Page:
Evolutionary Game Dynamics with Non-Uniform Interaction Rates
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CitationTaylor, Christine, and Martin A. Nowak. 2006. Evolutionary game dynamics with non-uniform interaction rates. Theoretical Population Biology 69(3): 243-252.
AbstractThe classical setting of evolutionary game theory, the replicator equation, assumes uniform interaction rates. The rate at which individuals meet and interact is independent of their strategies. Here we extend this framework by allowing the interaction rates to depend on the strategies. This extension leads to non-linear fitness functions. We show that a strict Nash equilibrium remains uninvadable for non-uniform interaction rates, but the conditions for evolutionary stability need to be modified. We analyze all games between two strategies. If the two strategies coexist or exclude each other, then the evolutionary dynamics do not change qualitatively, only the location of the equilibrium point changes. If, however, one strategy dominates the other in the classical setting, then the introduction of non-uniform interaction rates can lead to a pair of interior equilibria. For the Prisoner's Dilemma, non-uniform interaction rates allow the coexistence between cooperators and defectors. For the snowdrift game, non-uniform interaction rates change the equilibrium frequency of cooperators.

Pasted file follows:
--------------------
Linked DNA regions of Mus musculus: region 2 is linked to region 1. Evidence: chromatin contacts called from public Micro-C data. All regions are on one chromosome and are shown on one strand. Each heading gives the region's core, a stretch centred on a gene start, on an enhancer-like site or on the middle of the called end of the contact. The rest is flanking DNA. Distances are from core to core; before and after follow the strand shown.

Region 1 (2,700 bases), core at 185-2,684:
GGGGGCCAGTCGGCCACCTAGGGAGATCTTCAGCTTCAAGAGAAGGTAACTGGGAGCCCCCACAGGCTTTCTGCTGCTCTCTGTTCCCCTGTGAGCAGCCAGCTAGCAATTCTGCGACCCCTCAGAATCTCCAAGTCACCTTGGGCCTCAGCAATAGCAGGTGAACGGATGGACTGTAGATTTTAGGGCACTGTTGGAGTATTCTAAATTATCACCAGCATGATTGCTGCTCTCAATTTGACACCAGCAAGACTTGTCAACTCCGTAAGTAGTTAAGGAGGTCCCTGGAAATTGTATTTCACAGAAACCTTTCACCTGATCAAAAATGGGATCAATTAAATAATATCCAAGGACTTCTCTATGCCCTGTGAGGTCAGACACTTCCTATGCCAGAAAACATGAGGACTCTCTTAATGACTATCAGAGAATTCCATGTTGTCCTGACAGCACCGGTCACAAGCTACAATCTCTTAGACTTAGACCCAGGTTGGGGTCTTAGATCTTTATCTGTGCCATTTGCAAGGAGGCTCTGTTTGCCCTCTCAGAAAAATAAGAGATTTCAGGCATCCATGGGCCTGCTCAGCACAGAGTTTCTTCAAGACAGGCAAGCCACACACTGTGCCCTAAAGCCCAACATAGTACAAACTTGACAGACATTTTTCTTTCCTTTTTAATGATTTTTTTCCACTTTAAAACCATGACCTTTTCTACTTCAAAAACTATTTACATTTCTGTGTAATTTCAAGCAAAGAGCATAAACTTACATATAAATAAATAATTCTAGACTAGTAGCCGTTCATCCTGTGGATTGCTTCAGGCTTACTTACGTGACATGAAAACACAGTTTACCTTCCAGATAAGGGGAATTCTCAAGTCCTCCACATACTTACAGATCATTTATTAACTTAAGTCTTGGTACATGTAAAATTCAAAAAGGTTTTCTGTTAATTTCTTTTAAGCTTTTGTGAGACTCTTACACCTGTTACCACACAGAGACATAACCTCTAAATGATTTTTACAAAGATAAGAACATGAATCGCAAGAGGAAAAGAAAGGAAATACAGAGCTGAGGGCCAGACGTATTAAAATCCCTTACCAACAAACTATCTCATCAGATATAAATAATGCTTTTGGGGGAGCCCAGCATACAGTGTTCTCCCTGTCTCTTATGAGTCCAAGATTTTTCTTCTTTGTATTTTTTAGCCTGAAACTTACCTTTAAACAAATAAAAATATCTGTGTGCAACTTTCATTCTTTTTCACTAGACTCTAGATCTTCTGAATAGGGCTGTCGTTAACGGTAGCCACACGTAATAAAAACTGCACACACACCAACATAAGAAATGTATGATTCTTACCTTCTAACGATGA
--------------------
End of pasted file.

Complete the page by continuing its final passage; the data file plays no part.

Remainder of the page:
Citable link to this pagehttp://nrs.harvard.edu/urn-3:HUL.InstRepos:4133282
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